Hair transplantation Geneva
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Author: Dr Xavier Tenorio

Calvitie: à un cheveu de la dépression

Definitions, objectives and principles
Hair loss is particularly distressing in both men and women.
The advent of micrografts has transformed this surgery. It helps to reduce the impact of intervention and residual scarring.
However, in the field of hair loss, there isn’t a single technique that can be applied to all cases.
The principle of these treatments is always the same: taking hair from the crown region, where hair is never lost, and transposing it into the frontal and tonsure regions.

Currently, four types of techniques can be used:


All these procedures can be combined on the same patient. Each case needs to be properly analyzed and several parameters need to be considered: the extent of hair loss, the softness of the scalp, hair quality and the patient’s expectations. Depending on the patient’s age and the extent of the baldness, the best strategy can be taken for each case. Your surgeon must have experience in all of these techniques in order to provide the best advice for your case.
Before the intervention 
A routine pre-operatory checkup is conducted according to standards. If a general anesthesia is required, the anesthesiologist will be seen 48 hours before the intervention at the latest.
No medication containing aspirin can be taken within 10 days preceding the intervention.
Type of anesthesia

Most interventions can be done under a local anesthetic associated with a superficial sedation
The intervention can be done on an out-patient basis, i.e. leaving the hospital on the same day after a few hours of surveillance.
The procedure  
All surgeons use their own technique which is adapted to each case to get the best results.
The most common techniques are:

·        MICROGRAFTS: practitioners will take a strip of scalp 8 to 10 cm long and 1 to 2 cm wide from the back part of the head that will be “chopped” into small fragments containing one to three hairs each (in micrografts) or four to eight hairs (minigrafts). Perforations are made in the balding area where the grafts will be implanted. A small scab forms on each implant that will fall off after about two weeks, taking the implanted hair with it, which will then regrow after about three months. Several sessions are needed on the same receiving area to get proper density. The intervention has a very low-impact and can be done under local anesthetic.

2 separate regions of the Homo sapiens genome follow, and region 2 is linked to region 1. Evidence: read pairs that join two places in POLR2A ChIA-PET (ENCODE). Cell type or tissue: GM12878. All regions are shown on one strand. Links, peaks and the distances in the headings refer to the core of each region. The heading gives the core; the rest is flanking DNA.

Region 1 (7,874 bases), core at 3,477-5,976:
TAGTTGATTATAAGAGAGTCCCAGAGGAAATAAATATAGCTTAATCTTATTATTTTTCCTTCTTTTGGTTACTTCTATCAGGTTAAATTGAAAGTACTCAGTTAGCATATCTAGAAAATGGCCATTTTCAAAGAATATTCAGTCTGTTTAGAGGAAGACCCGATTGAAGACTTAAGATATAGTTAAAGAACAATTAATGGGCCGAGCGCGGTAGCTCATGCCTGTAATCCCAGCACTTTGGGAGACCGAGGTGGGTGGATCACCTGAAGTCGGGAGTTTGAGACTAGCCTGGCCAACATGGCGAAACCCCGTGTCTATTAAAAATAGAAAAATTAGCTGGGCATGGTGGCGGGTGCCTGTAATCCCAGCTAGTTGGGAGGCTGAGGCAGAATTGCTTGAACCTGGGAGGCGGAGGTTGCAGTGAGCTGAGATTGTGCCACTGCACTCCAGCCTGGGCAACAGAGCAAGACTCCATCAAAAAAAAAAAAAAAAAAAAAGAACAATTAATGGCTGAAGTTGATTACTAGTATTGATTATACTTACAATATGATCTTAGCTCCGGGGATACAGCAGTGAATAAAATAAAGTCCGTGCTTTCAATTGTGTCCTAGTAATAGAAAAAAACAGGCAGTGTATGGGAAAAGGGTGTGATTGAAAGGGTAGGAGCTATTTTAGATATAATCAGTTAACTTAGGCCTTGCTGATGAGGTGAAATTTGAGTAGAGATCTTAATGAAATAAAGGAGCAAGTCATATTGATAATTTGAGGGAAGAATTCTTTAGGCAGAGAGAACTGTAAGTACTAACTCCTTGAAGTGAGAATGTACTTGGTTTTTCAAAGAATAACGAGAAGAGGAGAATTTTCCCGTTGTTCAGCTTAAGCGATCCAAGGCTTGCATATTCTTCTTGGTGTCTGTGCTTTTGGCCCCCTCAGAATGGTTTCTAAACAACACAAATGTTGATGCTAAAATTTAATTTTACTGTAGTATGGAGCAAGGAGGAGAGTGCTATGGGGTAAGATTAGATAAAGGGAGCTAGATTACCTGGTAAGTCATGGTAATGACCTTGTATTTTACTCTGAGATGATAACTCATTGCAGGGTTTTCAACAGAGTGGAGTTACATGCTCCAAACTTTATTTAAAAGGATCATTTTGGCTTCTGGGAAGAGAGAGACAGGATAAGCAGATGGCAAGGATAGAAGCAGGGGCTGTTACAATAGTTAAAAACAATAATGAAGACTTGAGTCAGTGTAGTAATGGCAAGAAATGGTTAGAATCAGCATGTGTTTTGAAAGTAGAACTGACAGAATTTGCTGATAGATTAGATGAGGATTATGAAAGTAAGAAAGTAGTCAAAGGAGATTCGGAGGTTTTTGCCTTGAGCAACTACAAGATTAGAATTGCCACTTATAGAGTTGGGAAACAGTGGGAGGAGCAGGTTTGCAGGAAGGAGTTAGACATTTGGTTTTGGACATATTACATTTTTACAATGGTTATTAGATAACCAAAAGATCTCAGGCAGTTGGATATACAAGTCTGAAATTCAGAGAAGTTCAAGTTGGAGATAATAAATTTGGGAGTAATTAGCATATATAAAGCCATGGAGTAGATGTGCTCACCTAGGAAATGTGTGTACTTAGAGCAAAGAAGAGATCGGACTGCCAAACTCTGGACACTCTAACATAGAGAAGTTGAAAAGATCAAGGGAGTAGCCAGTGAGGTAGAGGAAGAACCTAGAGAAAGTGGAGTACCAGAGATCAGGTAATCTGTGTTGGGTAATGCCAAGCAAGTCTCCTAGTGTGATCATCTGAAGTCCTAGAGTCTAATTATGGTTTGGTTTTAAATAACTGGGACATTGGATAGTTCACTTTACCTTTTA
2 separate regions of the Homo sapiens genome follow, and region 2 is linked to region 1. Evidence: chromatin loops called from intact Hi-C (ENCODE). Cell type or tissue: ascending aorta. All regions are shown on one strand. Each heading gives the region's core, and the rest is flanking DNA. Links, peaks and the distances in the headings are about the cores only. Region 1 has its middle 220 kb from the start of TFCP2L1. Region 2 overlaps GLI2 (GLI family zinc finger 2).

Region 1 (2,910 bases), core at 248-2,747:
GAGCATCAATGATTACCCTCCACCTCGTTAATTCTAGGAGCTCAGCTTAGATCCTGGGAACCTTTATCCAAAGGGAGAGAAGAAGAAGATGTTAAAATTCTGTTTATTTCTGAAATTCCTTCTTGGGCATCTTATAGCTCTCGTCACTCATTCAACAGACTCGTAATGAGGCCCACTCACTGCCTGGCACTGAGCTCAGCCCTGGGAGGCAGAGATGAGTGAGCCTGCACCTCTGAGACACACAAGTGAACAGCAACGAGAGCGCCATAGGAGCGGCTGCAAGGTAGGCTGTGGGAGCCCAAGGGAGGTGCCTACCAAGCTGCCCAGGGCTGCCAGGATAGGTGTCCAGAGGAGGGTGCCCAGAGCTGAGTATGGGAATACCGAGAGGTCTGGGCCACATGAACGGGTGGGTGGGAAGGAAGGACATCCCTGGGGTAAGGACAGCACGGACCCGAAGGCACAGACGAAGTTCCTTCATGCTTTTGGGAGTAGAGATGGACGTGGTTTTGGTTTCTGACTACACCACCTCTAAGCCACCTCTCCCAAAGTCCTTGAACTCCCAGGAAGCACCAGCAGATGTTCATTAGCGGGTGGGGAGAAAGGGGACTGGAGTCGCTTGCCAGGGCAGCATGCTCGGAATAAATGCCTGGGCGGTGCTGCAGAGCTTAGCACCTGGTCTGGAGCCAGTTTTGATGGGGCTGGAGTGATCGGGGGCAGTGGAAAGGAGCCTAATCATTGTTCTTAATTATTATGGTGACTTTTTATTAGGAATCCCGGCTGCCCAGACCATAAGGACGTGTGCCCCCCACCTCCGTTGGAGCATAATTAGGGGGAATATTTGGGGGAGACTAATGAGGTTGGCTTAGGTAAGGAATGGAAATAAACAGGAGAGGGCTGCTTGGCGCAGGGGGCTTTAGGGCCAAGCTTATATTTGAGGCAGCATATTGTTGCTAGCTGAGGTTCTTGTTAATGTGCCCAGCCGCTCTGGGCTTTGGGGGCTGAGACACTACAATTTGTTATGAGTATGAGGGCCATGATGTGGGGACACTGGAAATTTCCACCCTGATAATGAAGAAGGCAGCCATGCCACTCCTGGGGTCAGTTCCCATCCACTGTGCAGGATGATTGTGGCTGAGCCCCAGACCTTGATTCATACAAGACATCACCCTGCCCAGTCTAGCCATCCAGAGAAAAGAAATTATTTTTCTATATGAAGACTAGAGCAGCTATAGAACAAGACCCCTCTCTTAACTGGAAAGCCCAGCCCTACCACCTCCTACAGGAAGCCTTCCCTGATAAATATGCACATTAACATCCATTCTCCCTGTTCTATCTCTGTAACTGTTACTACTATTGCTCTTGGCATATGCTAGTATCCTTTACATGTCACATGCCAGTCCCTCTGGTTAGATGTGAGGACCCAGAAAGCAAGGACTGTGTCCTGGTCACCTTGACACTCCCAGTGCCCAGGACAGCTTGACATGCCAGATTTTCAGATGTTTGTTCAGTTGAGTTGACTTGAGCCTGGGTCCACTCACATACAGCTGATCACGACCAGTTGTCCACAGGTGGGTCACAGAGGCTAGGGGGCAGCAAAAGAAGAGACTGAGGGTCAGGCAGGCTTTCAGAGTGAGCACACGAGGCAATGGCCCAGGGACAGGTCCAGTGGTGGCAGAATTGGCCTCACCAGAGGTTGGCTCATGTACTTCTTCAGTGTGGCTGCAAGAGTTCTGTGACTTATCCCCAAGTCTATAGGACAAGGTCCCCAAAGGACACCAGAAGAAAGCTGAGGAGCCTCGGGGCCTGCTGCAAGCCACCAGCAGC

• STRIP HARVESTING: this procedure consists of removing a strip 15 to 18 cm long and about 3 cm wide whose pedicle, which is necessary for vascularization, is not removed so it pivots on this pedicle to be placed in the frontal region. This is the only procedure that provides high hair density with one operation in the frontal region. However, the strip harvesting technique involves risks with some people that should be explained by your surgeon. The intervention can be done under local anesthetic, but several days are required before resuming work.
  • TONSURE REDUCTION: practitioners remove a part of the balding area and close it up immediately using the scalp’s elasticity. Usually, an area 10 to 12 cm long and 3 to 4 cm wide can be removed. This technique is suitable for the tonsure region and for patients who have good scalp elasticity. The intervention can be done under local anesthetic and work can be resumed shortly. It can be repeated two or three times after an interval of a few months.
  • SCALP LIFTING: this technique is more invasive, combining a very wide tonsure reduction and one or two strips to cover the frontal region in the same operation. Such a procedure can cover large areas of baldness with only two operations. It is usually done under general anesthetic and usually required time off work from 8 to 10 days.

Recovery and follow-up
4 to 8 days should be taken off work.
For micrografts, a small scab forms over each graft that falls off after 8 to 10 days. The grafted hair falls out with the scab and then regrows within two or three months. It grows about 1 cm per month. With reductions, strips and scalp lifts, the hair doesn’t fall out and stitches can be removed after about eight days.